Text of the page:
After the death of George Floyd in May 2020 by a cop who has since been convicted of murder, students across the country began seeking out professors who didn’t share their specific views and trying to get them fired or punished, part of what’s known as “cancel culture.”
“In the weeks and months after the death of George Floyd a vicious and malicious cancel culture purge swept academia, with professors who expressed views not in complete sync with radical campus opinion being subjected to firings and attempted firings, harassment and intimidation, and defamation,” wrote William A. Jacobson, a professor at Cornell Law, who has been the attempted victim of cancel culture himself.
In June 2020, not long after Floyd’s death, a group of students sent an email to UCLA accounting professor Gordon Klein, asking him to institute a “‘no-harm’ final exam that could only benefit students’ grades, and for shortened exams and extended deadlines for final assignments and projects,” Inside Higher Ed reported.
As The Daily Wire reported, the students requested all of these accommodations due to recent “traumas, we have been placed in a position where we much choose between actively supporting our black classmates or focusing on finishing up our spring quarter.”
“We believe that remaining neutral in times of injustice brings power to the oppressor and therefore staying silent is not an option,” the students added.
The students insisted they did not make the request as “a joint effort to get finals canceled for non-black students” but rather to “ask that you exercise compassion and leniency with black students in our major.”
The students were using the May 25 death of Floyd and the resulting riots across the country to get leniency in class. Professor Klein did not accept their arguments and responded in an email that gained him the ire of students.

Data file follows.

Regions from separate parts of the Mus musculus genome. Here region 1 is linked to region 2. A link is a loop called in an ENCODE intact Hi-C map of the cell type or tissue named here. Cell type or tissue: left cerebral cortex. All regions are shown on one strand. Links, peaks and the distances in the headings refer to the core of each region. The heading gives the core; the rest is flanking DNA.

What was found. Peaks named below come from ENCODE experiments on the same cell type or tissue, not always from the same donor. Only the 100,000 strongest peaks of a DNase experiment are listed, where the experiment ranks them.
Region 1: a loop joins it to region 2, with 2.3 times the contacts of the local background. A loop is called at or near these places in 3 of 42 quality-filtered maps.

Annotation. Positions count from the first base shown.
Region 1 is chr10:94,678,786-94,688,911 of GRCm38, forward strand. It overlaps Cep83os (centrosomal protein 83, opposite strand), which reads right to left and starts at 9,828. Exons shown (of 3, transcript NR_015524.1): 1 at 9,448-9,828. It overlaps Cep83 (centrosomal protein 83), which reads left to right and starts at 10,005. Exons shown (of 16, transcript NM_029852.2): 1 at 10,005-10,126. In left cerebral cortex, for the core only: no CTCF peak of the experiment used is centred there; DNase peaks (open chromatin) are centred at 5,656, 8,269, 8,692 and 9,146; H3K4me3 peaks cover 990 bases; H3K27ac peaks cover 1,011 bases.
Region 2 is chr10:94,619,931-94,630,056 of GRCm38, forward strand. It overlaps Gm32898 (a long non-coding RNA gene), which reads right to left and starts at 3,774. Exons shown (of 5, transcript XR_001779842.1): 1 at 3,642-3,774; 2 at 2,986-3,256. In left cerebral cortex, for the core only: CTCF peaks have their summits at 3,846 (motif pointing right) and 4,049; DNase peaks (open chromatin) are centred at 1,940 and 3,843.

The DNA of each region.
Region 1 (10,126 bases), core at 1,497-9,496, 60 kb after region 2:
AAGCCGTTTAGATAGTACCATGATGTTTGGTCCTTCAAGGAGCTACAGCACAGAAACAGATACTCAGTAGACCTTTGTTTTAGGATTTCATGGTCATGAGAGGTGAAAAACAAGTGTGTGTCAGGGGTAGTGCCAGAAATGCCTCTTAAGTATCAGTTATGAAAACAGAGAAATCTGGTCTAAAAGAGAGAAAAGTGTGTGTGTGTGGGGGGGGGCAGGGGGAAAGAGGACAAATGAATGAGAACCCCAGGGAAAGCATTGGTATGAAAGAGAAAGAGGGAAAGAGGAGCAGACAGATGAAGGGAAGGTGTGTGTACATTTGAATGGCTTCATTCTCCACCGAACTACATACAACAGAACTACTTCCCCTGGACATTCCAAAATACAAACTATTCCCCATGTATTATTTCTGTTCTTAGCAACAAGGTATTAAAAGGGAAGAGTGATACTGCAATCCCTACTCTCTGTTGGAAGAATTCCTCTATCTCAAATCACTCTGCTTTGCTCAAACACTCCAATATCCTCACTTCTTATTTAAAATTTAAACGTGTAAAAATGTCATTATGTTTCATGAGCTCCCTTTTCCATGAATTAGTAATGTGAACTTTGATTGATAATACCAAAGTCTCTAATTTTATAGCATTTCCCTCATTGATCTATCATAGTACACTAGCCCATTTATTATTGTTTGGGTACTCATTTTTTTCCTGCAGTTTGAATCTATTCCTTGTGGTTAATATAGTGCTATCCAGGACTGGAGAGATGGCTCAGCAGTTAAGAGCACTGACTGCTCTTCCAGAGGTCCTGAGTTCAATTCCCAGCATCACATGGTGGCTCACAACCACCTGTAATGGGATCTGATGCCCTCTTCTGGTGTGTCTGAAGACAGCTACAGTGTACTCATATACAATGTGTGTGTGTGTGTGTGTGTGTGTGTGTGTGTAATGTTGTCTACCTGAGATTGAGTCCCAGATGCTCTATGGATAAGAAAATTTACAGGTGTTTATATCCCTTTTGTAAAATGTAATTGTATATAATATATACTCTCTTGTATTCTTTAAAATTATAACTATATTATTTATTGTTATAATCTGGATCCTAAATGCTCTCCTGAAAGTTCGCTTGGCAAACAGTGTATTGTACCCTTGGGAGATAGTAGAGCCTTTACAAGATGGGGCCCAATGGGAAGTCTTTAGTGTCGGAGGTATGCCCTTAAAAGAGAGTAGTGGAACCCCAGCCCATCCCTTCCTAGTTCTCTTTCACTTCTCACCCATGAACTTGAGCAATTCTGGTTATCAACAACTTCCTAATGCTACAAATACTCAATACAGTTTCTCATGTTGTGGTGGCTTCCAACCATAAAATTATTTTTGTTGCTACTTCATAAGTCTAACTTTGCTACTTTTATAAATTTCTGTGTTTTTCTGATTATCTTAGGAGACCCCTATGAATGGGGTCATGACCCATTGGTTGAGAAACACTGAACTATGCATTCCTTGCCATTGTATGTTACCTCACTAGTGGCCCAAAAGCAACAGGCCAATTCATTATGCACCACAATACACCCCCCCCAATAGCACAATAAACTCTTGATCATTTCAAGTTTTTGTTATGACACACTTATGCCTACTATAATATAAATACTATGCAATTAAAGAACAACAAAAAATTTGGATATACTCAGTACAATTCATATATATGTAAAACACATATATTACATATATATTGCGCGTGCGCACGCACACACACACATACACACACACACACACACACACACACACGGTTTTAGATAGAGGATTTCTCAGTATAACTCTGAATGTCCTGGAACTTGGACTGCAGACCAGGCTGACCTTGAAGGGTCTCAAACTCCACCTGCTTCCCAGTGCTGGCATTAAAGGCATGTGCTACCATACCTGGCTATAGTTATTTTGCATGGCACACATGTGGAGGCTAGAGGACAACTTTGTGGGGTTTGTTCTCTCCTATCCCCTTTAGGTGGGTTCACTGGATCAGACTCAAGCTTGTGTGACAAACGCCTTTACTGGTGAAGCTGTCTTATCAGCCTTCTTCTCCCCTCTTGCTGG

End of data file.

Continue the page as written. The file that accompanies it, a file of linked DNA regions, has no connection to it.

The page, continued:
“Thanks for your suggestion in your email below that I give black students special treatment, given the tragedy in Minnesota,” Klein wrote back to the students.
“Do you know the names of the classmates that are black?” he asked them. “How can I identify them since we’ve been having online classes only?”
Klein went on to ask about students who “may be of mixed parentage, such as half black-half Asian?”
“What do you suggest I do with respect to them? A full concession or just half?” he asked.
Klein also suggested “a white student from [Minneapolis] might be possibly even more devastated by this, especially because some might think that they’re racist even if they are not. My TA is from Minneapolis, so if you don’t know, I can probably ask her.”
Klein ended his email with a quote from Martin Luther King Jr. about not evaluating people based on the color of their skin.
Klein was eventually suspended and denounced by UCLA. It later reinstated him, but as Jacobson noted, “not before his reputation and career were severely damaged.”
Klein is now suing, alleging he was punished for treating students equally, as required by California law. He also alleges that UCLA’s Anderson School of Management disregarded a broader UCLA directive not to punish him over student complaints. Klein also alleged that the incident caused him to lose clients where he was paid to be an expert witness.
Klein wrote that he “brings this action not only to redress the wrongful conduct he has endured but also to protect academic freedom.”